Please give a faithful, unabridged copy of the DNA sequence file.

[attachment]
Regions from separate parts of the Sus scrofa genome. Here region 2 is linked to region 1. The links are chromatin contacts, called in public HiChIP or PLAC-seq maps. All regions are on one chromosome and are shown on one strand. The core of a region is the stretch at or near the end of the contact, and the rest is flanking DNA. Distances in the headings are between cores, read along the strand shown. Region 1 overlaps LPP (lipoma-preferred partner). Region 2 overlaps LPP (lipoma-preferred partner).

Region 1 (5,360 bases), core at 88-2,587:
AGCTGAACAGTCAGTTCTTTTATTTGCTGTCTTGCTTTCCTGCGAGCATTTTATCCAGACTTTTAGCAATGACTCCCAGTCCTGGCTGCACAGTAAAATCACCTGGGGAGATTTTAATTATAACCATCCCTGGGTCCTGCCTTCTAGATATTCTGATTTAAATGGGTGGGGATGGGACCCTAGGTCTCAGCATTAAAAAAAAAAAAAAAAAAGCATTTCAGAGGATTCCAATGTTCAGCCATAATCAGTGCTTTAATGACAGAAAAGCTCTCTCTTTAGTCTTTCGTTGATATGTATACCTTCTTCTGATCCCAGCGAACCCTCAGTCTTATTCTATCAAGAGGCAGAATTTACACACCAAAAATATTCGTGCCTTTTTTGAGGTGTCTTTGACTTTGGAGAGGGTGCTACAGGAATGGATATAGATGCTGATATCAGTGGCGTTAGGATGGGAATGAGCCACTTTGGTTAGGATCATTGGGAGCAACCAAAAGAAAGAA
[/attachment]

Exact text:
Regions from separate parts of the Sus scrofa genome. Here region 2 is linked to region 1. The links are chromatin contacts, called in public HiChIP or PLAC-seq maps. All regions are on one chromosome and are shown on one strand. The core of a region is the stretch at or near the end of the contact, and the rest is flanking DNA. Distances in the headings are between cores, read along the strand shown. Region 1 overlaps LPP (lipoma-preferred partner). Region 2 overlaps LPP (lipoma-preferred partner).

Region 1 (5,360 bases), core at 88-2,587:
AGCTGAACAGTCAGTTCTTTTATTTGCTGTCTTGCTTTCCTGCGAGCATTTTATCCAGACTTTTAGCAATGACTCCCAGTCCTGGCTGCACAGTAAAATCACCTGGGGAGATTTTAATTATAACCATCCCTGGGTCCTGCCTTCTAGATATTCTGATTTAAATGGGTGGGGATGGGACCCTAGGTCTCAGCATTAAAAAAAAAAAAAAAAAAGCATTTCAGAGGATTCCAATGTTCAGCCATAATCAGTGCTTTAATGACAGAAAAGCTCTCTCTTTAGTCTTTCGTTGATATGTATACCTTCTTCTGATCCCAGCGAACCCTCAGTCTTATTCTATCAAGAGGCAGAATTTACACACCAAAAATATTCGTGCCTTTTTTGAGGTGTCTTTGACTTTGGAGAGGGTGCTACAGGAATGGATATAGATGCTGATATCAGTGGCGTTAGGATGGGAATGAGCCACTTTGGTTAGGATCATTGGGAGCAACCAAAAGAAAGAA